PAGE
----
Guest commentary by Jordan B. Davis
This year, Lent has had a new and beautiful meaning in my life. For the first time since I was in college (8 years), I have a place to call “home” as I sit with God.
I never considered the importance of having a constant faith family during the Lenten season until this year. In fact, last year I spent the season going to visit one congregation after another to observe the many ways that others were spending time with God during this holy and sacred time. The year before that, I hadn’t paid much attention to the season and instead focused my energy on my work with Union Presbyterian Seminary, sharing more about the work of the seminary than thinking about my relationship with God. As part of my role, I had already compiled a Lenten devotion; I was done with Lent. This year, however, I have a place to call “home” as I wander my wilderness. Not quite halfway through the season, I already appreciate the presence of the congregation far more than I thought I would.
Lent can be a lonely time as we explore our personal wilderness. What I think is beautiful about the wilderness though is that when we look to Christ’s time in the wilderness, we see that he was never truly alone — a point that my senior pastor, Jody Welker, reminded the congregation of at the start of the season. Struggling in my own wilderness, this was a point that I personally needed to be reminded of at the time. As Christ travels the 40 days in the wilderness, he is accompanied by angels who take care of him (“He was in the wilderness for forty days, tempted by Satan. He was among the wild animals, and the angels took care of him.” Mark 1:13).
Last year and the years before, I met angels along the way — I have no doubt about that. However, they were brief encounters that lasted only a few hours at most. The angels offered warm handshakes and welcoming smiles. However, the lack of relationship made the angels feel much more like acquaintances than travel partners and friends. Outside of these brief encounters and reminders of God’s presence in these neighbors, I traveled alone. I prayed alone. I wept alone. I made my way to the cross alongside the crowd, but never really with the crowd.
This year, in an eerily similar personal life situation, I know who my angels are. This year, I have a “home” in my wilderness that I recognize and can enter without fear as I seek a safe place to lay my head at the end of a long day. The warm handshakes and welcoming smiles are accompanied by encouraging and loving hugs from those who haven’t just met me moments ago. My travel partners are learning about the stops along my journey as I learn about their own stops. My angels ask questions about my life, following up on conversations we previously had. I can ask questions about their life and journey. In a few weeks, we will gather around the same table we have gathered around all year as we celebrate the Lord’s Supper on Maundy Thursday. And we will not leave that table alone. We will go to the garden and pray together and make our way up the hill to the cross together. This year, I will both enter and leave the wilderness with the same travel partners and angels who I sit with throughout the journey. This year, I have a tangible reminder that I am not alone.
Only a few days into this sacred season, I sat with a group of moms who are each in their own wilderness of laundry, work, dirty diapers and nasty tissues. I love walking with these ladies and learn a great deal about life as I sit and listen to their discussions each week (I attend as the organizing pastor since I do not have children of my own). On that particular morning, I was distracted by my own personal wilderness when one mom looked at me and asked, with all of the love and sincerity in the world, “How are you doing, Jordan?” I wanted to cry when she asked, soaking in the reminder of the angels I was with. I couldn’t share with her the details of the many things running through my mind (ah, the struggle of being a pastor surrounded by congregant angels!), but just knowing of her loving presence and support reminded me who I was with: God’s angels who were taking care of me as I sought to take care of them.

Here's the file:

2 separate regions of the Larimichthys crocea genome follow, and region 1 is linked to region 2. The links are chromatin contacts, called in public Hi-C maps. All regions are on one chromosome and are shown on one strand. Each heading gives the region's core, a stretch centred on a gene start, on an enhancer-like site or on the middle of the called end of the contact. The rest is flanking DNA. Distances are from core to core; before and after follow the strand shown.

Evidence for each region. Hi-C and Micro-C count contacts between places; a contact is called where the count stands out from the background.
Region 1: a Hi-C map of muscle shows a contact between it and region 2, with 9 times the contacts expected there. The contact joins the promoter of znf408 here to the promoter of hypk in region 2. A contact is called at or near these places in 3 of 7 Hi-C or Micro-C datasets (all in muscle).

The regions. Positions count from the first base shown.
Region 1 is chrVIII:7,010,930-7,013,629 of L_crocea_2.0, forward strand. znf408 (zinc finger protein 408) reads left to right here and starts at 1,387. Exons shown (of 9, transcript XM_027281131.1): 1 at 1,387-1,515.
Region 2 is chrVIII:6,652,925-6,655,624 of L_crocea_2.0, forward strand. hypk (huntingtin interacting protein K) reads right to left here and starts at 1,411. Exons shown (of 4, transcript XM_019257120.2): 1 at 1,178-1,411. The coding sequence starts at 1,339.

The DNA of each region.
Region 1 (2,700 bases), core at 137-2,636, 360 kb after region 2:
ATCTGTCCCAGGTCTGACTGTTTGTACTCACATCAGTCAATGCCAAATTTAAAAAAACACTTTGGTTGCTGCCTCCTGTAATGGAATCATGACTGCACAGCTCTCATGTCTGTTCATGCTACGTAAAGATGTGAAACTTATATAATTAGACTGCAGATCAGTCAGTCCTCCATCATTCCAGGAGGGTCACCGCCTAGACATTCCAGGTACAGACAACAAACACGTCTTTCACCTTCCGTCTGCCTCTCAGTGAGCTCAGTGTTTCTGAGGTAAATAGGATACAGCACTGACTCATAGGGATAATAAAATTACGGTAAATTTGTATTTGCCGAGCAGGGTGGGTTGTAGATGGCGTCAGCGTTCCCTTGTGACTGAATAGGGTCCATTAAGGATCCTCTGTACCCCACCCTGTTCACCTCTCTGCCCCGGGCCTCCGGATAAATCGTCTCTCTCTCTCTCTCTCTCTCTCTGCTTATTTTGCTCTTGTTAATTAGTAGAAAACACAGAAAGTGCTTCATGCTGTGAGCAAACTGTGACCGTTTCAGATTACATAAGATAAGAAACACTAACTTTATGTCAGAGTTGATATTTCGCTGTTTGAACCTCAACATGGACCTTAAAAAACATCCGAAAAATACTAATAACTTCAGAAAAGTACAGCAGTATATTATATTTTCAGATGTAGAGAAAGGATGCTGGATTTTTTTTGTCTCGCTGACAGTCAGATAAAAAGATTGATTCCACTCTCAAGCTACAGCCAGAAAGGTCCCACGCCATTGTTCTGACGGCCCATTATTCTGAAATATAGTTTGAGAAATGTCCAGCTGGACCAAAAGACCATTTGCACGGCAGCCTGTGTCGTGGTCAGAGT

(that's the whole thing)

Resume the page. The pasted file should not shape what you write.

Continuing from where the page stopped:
Lent is our time to explore the wilderness of our own lives as we walk with Christ through his own wilderness. It is a time to walk together, even as we keep to ourselves, acting as God’s angels in the lives of one another.
Yes, it is possible to go through the season alone. It is incredibly interesting to go through the season with a variety of people, changing travel groups at each stop along the way. It was a true gift from God to be able to meet so many angels and learn from them as I traveled from congregation to congregation in previous years. All that being said, though, it is so much easier – and meaningful – to travel with those who you know and who know you, even if it has only been for a few months.
This year, there is so much that I do struggle with during the season of Lent. The words of the congregational prayers and hymns tug at my heart each week, echoing the silent prayers in my heart as they have almost every year. However this year there is a comfort in the wilderness as I look into the eyes of my angels — a congregation of God’s beautiful children who I have come to know in a deeper way and who I have shared some of my own life with over the last few months. The wilderness can be painful and terrifying at times, but with my angels taking care of me as they once took care of Christ, I can see the beauty around me. With my angels by my side, I see the hope in the wilderness and the life after death.
JORDAN B. DAVIS serves as the transitional associate pastor for youth and young adults at Kirk of Kildaire in Cary, North Carolina, and is the editor of Union Presbyterian Seminary’s “Congregational Corner.”